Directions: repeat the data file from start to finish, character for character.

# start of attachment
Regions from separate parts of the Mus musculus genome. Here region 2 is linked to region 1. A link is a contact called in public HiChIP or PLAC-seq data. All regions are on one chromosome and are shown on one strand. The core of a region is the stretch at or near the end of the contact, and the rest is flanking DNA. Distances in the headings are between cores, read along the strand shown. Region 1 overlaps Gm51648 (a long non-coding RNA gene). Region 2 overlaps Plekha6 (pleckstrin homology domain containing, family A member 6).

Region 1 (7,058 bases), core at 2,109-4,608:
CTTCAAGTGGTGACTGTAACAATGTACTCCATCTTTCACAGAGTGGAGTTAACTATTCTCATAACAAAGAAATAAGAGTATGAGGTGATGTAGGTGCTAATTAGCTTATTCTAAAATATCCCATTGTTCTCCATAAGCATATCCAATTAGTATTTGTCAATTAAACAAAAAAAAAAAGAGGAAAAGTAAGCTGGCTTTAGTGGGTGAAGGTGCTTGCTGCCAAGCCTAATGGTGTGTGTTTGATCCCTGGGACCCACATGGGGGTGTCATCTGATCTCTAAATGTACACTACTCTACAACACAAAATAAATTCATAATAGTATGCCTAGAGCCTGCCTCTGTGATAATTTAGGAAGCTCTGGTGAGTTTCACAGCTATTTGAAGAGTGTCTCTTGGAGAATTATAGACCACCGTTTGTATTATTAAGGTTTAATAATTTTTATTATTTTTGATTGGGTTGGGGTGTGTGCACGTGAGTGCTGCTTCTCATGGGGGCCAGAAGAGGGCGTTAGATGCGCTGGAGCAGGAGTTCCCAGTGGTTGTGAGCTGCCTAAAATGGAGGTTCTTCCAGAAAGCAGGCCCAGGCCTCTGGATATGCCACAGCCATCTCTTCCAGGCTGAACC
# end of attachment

Regions from separate parts of the Mus musculus genome. Here region 2 is linked to region 1. A link is a contact called in public HiChIP or PLAC-seq data. All regions are on one chromosome and are shown on one strand. The core of a region is the stretch at or near the end of the contact, and the rest is flanking DNA. Distances in the headings are between cores, read along the strand shown. Region 1 overlaps Gm51648 (a long non-coding RNA gene). Region 2 overlaps Plekha6 (pleckstrin homology domain containing, family A member 6).

Region 1 (7,058 bases), core at 2,109-4,608:
CTTCAAGTGGTGACTGTAACAATGTACTCCATCTTTCACAGAGTGGAGTTAACTATTCTCATAACAAAGAAATAAGAGTATGAGGTGATGTAGGTGCTAATTAGCTTATTCTAAAATATCCCATTGTTCTCCATAAGCATATCCAATTAGTATTTGTCAATTAAACAAAAAAAAAAAGAGGAAAAGTAAGCTGGCTTTAGTGGGTGAAGGTGCTTGCTGCCAAGCCTAATGGTGTGTGTTTGATCCCTGGGACCCACATGGGGGTGTCATCTGATCTCTAAATGTACACTACTCTACAACACAAAATAAATTCATAATAGTATGCCTAGAGCCTGCCTCTGTGATAATTTAGGAAGCTCTGGTGAGTTTCACAGCTATTTGAAGAGTGTCTCTTGGAGAATTATAGACCACCGTTTGTATTATTAAGGTTTAATAATTTTTATTATTTTTGATTGGGTTGGGGTGTGTGCACGTGAGTGCTGCTTCTCATGGGGGCCAGAAGAGGGCGTTAGATGCGCTGGAGCAGGAGTTCCCAGTGGTTGTGAGCTGCCTAAAATGGAGGTTCTTCCAGAAAGCAGGCCCAGGCCTCTGGATATGCCACAGCCATCTCTTCCAGGCTGAACC